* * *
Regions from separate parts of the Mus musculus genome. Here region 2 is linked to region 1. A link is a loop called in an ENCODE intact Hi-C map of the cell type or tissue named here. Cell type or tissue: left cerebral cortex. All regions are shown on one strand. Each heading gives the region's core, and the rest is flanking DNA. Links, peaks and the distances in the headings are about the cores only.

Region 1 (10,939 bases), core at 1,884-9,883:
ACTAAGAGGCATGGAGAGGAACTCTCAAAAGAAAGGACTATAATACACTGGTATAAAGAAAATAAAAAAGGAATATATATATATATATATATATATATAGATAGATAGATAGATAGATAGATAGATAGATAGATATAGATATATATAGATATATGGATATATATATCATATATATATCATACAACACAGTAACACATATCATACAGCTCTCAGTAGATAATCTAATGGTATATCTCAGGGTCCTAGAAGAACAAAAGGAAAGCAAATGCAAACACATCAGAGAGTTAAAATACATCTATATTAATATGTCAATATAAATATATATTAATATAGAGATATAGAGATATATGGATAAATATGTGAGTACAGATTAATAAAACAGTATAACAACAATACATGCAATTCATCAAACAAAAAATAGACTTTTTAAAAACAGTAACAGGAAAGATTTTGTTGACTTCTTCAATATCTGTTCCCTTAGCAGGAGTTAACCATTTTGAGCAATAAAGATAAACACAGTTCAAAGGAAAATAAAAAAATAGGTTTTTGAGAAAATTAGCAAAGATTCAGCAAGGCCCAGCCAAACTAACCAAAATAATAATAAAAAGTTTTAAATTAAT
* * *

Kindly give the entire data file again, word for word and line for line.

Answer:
Regions from separate parts of the Mus musculus genome. Here region 2 is linked to region 1. A link is a loop called in an ENCODE intact Hi-C map of the cell type or tissue named here. Cell type or tissue: left cerebral cortex. All regions are shown on one strand. Each heading gives the region's core, and the rest is flanking DNA. Links, peaks and the distances in the headings are about the cores only.

Region 1 (10,939 bases), core at 1,884-9,883:
ACTAAGAGGCATGGAGAGGAACTCTCAAAAGAAAGGACTATAATACACTGGTATAAAGAAAATAAAAAAGGAATATATATATATATATATATATATATAGATAGATAGATAGATAGATAGATAGATAGATAGATATAGATATATATAGATATATGGATATATATATCATATATATATCATACAACACAGTAACACATATCATACAGCTCTCAGTAGATAATCTAATGGTATATCTCAGGGTCCTAGAAGAACAAAAGGAAAGCAAATGCAAACACATCAGAGAGTTAAAATACATCTATATTAATATGTCAATATAAATATATATTAATATAGAGATATAGAGATATATGGATAAATATGTGAGTACAGATTAATAAAACAGTATAACAACAATACATGCAATTCATCAAACAAAAAATAGACTTTTTAAAAACAGTAACAGGAAAGATTTTGTTGACTTCTTCAATATCTGTTCCCTTAGCAGGAGTTAACCATTTTGAGCAATAAAGATAAACACAGTTCAAAGGAAAATAAAAAAATAGGTTTTTGAGAAAATTAGCAAAGATTCAGCAAGGCCCAGCCAAACTAACCAAAATAATAATAAAAAGTTTTAAATTAAT